The Edge Effects editorial board is composed of eight CHE graduate students and one CHE faculty adviser.
Bailey Albrecht is a PhD student in the History Department interested in how people have shaped environments. In her current research, she explores how developed nations like Japan are able to green themselves in part because they rely on the natural resources of less developed nations, such as Indonesia. Contact.
Jake Blanc is a PhD candidate in Latin American history at UW-Madison. His dissertation focuses on the intersection of land tenure and political opposition during Brazil’s dictatorship, looking at the history of the Itaipu dam and the mobilizations of rural workers. Contact.
Rachel Boothby serves as Managing Editor for Edge Effects and is a PhD student in the Geography department studying the cultural geography and environmental history of the US food system. Her dissertation explores modern American processing and consumption of pigs. Contact.
Rachel Gross is a Ph.D. candidate in the Department of History at the University of Wisconsin-Madison. Her dissertation, “From Buckskin to Gore-Tex: Consumption as a Path to Mastery in Twentieth-Century American Wilderness Recreation,” explores the cultural, intellectual, and environmental history of the outdoor gear industry.
Brian Hamilton is a Ph.D. candidate in the History Department at the University of Wisconsin-Madison writing a dissertation entitled “Cotton’s Keepers: Black Agricultural Expertise in Slavery and Freedom.” He is also the lead author of Gaylord Nelson and Earth Day: The Making of the Modern Environmental Movement. Twitter. Contact.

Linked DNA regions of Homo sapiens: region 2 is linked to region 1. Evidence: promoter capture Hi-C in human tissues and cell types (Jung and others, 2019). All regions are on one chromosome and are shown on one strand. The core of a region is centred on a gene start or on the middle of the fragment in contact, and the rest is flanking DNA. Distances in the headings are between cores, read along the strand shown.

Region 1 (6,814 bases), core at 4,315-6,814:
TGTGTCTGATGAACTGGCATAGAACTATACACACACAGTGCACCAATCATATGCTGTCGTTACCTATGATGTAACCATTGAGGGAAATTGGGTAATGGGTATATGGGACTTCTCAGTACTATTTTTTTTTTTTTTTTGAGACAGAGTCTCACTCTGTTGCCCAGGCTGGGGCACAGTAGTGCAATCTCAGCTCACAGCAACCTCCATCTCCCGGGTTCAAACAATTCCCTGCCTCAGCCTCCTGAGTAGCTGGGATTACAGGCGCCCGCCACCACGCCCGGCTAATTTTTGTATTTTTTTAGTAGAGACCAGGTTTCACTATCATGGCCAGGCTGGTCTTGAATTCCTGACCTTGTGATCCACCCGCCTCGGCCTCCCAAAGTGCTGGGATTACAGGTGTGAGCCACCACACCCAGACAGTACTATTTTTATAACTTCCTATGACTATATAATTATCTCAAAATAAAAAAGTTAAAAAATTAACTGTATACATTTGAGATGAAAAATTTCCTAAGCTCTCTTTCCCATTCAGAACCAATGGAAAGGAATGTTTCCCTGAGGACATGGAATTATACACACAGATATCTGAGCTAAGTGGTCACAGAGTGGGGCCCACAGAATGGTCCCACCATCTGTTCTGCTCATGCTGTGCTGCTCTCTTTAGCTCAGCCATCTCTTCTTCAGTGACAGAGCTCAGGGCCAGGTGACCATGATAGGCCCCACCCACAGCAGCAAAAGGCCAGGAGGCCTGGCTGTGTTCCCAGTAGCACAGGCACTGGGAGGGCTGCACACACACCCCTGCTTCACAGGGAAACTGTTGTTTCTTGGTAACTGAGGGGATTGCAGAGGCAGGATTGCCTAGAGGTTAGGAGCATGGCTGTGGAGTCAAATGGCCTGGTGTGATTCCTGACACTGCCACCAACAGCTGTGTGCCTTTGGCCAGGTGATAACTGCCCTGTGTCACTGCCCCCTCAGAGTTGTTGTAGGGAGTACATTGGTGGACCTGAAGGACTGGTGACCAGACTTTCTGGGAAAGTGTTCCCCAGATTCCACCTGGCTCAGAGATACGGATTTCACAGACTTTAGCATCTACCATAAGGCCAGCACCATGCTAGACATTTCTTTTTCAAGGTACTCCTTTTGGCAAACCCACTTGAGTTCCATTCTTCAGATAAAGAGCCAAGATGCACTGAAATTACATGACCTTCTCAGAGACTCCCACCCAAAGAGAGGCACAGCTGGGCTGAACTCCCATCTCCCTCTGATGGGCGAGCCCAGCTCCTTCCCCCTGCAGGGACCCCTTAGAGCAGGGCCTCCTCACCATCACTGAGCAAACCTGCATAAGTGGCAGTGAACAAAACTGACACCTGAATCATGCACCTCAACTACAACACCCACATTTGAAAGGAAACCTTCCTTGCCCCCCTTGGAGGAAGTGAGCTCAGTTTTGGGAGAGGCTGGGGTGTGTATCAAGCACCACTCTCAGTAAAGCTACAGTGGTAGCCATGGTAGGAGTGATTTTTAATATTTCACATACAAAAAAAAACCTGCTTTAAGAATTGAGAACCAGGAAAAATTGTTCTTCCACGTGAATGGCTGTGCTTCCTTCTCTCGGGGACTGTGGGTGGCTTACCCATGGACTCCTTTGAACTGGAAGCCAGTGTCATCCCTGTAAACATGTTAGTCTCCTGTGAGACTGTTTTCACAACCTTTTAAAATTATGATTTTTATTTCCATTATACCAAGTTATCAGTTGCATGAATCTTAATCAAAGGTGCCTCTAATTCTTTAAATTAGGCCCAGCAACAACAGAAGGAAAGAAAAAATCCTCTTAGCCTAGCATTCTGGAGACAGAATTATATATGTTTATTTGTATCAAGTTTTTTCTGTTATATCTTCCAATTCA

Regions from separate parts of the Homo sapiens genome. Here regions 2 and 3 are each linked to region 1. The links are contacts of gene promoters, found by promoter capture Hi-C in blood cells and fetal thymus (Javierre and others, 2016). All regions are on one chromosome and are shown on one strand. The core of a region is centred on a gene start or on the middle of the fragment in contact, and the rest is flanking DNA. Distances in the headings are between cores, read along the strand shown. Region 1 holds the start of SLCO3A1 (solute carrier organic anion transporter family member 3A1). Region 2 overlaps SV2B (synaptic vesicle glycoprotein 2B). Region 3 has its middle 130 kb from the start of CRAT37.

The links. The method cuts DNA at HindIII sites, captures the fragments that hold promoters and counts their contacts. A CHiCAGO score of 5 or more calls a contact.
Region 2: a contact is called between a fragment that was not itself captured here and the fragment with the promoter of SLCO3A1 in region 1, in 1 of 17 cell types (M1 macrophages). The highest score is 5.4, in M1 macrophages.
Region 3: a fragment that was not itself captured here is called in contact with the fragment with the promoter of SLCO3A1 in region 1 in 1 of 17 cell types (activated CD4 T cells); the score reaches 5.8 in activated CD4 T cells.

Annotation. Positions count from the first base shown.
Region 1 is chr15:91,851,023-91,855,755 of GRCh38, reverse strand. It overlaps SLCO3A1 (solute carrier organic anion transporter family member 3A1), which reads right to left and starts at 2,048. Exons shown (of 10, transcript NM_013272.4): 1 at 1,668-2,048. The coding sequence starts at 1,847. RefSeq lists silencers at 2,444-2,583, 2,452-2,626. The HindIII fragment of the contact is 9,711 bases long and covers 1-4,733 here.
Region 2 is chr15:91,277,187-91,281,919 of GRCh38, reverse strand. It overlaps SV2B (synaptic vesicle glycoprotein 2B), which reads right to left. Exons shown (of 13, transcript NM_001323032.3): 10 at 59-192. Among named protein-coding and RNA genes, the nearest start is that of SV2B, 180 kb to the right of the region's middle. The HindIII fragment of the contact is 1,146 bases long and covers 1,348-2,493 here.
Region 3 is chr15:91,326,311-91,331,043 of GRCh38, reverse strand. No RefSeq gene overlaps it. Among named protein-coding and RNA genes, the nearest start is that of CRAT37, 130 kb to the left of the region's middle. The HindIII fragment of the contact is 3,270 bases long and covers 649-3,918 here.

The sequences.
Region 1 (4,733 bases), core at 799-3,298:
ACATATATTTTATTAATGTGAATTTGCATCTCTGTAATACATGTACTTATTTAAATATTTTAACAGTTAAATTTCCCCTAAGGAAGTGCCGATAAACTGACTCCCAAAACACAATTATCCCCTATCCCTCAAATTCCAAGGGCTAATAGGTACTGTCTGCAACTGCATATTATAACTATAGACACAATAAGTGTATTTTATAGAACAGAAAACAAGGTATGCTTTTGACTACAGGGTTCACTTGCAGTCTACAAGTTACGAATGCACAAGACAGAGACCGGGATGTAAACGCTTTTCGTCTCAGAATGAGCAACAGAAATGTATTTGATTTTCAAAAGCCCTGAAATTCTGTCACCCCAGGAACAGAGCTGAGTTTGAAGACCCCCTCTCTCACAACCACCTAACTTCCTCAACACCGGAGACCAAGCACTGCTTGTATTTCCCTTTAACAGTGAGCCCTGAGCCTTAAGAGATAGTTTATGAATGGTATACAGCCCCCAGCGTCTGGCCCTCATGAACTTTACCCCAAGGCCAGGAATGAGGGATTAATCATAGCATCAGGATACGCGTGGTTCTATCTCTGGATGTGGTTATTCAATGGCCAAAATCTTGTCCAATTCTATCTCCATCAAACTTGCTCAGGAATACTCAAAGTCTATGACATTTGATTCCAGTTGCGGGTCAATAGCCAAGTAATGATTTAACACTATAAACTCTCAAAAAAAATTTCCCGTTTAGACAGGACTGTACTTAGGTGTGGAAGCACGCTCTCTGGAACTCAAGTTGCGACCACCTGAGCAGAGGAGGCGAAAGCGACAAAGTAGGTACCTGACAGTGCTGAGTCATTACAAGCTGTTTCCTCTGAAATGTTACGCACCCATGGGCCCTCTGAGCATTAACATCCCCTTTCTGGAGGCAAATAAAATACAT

Elizabeth Hennessy serves as the faculty advising editor for Edge Effects and is Assistant Professor of World Environmental History in the Nelson Institute and History Department. A geographer by training, she is currently writing a book entitled “On the Backs of Tortoises: The Past and Future of Evolution in the Galápagos Islands.” Website. Contact.
Emmanuel Urey was born in a small rural village in Bong County, Liberia. He holds a BSc, MPH, MSc and is now pursuing a PhD at the University of Wisconsin-Madison, USA. His research focuses on the relationship between rural people’s health & livelihoods, land tenure and state control.
Stepha Velednitsky is an MS student in the Department of Geography examining the nuanced interactions of migration, labor, and water within Israel's computer chip manufacturing landscape. Within her research, the semiconductor industry emerges not only as a producer of electronics, but also of nationalized territory.
Kate Wersan is a Ph.D. candidate in the University of Wisconsin-Madison Department of History. Specializing in the environmental and cultural history of the United States, her research examines the environmental history of American timekeeping practices from 1660 to 1920, exploring the tangled truth that in order to know where you are, you also have to know when you are. Website. Contact.